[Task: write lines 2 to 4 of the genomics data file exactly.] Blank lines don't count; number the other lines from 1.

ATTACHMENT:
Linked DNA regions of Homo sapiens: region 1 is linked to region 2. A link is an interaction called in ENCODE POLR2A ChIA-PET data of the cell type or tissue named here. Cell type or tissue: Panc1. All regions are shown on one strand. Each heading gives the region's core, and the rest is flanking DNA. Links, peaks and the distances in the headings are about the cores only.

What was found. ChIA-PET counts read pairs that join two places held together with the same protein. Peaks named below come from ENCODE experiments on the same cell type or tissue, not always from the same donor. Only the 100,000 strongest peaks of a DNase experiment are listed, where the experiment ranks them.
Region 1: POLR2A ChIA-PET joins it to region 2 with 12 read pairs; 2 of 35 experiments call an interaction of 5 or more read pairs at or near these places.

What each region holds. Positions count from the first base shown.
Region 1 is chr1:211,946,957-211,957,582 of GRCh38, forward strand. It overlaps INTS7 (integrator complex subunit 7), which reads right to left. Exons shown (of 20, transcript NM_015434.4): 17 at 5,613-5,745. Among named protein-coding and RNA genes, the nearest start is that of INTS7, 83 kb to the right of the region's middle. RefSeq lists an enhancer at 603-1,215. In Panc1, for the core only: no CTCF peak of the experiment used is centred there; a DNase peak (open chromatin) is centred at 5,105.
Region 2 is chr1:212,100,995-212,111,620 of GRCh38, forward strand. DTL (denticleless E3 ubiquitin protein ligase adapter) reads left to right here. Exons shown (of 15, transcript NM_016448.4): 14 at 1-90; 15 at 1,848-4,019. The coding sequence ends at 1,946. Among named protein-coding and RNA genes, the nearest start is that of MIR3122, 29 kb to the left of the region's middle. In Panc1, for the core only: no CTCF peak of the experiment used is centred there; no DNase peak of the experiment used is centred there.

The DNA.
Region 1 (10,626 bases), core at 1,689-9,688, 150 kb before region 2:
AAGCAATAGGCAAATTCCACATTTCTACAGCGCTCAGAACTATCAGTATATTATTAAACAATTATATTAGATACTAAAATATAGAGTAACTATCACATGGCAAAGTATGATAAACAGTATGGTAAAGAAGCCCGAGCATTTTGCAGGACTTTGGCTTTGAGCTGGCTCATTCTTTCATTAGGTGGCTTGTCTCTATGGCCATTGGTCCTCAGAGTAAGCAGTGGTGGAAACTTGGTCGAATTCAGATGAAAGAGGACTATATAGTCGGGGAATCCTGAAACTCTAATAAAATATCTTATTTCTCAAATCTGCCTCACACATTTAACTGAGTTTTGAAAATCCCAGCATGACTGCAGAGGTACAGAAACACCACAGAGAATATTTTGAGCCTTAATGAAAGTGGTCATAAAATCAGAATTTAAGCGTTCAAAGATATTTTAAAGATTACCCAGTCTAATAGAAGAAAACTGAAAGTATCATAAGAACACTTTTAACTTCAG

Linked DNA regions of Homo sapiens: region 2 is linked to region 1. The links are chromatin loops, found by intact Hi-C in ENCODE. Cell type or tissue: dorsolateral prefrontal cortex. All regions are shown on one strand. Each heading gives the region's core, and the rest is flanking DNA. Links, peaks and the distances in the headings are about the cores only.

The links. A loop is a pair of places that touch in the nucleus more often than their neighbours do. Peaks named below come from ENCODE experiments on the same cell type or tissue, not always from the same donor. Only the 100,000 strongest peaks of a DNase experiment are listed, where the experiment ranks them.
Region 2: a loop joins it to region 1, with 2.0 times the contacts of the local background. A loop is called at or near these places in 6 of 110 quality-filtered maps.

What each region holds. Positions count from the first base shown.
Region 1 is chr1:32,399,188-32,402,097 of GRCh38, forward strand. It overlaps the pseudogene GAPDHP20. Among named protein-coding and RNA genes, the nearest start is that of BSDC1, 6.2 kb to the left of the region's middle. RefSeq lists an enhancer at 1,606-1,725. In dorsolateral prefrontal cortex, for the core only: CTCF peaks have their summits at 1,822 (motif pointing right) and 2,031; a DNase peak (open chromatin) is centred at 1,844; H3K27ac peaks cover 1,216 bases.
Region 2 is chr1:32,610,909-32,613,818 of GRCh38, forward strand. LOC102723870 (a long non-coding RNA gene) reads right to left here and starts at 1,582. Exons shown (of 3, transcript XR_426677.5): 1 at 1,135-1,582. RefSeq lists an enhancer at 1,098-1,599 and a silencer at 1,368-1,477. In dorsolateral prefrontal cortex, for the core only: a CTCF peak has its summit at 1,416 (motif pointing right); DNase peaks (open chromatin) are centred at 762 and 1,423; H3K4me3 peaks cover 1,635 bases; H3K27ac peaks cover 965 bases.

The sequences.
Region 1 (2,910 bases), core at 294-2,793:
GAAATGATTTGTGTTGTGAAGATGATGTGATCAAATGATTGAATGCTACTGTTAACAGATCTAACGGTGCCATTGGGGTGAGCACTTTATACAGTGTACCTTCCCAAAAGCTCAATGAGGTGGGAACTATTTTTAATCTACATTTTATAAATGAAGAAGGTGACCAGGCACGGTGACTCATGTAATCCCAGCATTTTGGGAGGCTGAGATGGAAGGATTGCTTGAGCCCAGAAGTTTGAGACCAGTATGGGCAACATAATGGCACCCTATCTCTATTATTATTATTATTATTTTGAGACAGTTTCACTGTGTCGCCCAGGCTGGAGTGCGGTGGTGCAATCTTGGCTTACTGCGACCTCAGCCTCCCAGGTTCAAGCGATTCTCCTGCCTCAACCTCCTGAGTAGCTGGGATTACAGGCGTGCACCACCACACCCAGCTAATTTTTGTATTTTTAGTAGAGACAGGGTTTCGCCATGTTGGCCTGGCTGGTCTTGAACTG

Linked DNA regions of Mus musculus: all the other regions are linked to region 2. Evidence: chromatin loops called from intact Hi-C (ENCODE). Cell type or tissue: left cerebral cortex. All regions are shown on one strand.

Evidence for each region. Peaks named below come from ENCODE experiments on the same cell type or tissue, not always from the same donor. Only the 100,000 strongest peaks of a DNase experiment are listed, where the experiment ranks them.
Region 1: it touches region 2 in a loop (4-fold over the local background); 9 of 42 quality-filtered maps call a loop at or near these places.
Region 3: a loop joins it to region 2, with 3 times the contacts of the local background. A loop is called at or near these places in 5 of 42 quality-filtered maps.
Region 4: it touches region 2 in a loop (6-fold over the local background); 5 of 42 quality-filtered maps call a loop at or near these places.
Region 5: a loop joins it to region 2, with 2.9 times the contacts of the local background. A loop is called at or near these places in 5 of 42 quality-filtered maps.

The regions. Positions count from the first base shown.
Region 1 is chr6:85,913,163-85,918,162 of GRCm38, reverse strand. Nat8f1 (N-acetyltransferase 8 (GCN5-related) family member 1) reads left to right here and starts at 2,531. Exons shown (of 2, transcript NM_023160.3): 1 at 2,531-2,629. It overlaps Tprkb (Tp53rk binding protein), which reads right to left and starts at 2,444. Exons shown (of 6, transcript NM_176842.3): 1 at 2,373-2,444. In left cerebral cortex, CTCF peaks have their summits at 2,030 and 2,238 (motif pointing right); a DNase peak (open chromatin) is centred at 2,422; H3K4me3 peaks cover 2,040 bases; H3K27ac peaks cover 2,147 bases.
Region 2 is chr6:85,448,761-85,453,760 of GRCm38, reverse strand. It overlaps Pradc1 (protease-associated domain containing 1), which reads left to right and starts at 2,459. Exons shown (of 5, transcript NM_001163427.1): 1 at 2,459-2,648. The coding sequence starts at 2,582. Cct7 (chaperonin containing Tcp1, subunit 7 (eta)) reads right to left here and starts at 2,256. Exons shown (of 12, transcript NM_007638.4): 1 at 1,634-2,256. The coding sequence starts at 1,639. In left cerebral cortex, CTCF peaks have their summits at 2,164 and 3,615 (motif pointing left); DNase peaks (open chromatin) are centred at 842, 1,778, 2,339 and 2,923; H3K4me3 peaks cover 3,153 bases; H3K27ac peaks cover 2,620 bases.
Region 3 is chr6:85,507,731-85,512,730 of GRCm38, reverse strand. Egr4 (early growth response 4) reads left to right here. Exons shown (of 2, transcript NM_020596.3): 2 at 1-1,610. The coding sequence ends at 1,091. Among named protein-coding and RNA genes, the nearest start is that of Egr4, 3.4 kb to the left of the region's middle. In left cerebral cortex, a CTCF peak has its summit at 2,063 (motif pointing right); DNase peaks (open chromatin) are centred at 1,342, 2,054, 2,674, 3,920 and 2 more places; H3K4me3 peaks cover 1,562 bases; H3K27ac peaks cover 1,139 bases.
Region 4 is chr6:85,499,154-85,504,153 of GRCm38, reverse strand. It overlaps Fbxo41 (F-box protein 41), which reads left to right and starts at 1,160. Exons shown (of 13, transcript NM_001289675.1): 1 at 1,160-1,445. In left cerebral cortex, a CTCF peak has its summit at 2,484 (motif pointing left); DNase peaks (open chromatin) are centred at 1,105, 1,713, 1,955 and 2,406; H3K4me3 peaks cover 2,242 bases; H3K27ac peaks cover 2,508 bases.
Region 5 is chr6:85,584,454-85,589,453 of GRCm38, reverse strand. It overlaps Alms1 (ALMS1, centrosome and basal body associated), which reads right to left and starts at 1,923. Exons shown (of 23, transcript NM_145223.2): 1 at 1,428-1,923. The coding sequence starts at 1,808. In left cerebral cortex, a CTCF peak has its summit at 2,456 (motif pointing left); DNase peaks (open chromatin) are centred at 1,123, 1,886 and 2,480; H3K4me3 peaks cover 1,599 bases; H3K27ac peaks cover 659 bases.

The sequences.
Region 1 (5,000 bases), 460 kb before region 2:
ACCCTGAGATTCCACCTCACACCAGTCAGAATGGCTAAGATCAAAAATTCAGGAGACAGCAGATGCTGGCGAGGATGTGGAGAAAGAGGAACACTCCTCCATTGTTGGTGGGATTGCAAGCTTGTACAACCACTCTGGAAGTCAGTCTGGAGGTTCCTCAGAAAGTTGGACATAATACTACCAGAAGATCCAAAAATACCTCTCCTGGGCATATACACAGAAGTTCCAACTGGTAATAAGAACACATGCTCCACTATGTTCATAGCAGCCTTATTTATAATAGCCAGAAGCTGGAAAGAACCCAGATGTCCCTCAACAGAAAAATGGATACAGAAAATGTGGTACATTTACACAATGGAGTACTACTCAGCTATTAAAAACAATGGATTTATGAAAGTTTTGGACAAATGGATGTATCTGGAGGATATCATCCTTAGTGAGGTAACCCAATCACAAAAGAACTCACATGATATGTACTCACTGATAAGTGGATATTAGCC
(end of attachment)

What was found. ChIA-PET counts read pairs that join two places held together with the same protein. Peaks named below come from ENCODE experiments on the same cell type or tissue, not always from the same donor. Only the 100,000 strongest peaks of a DNase experiment are listed, where the experiment ranks them.
Region 1: POLR2A ChIA-PET joins it to region 2 with 12 read pairs; 2 of 35 experiments call an interaction of 5 or more read pairs at or near these places.

What each region holds. Positions count from the first base shown.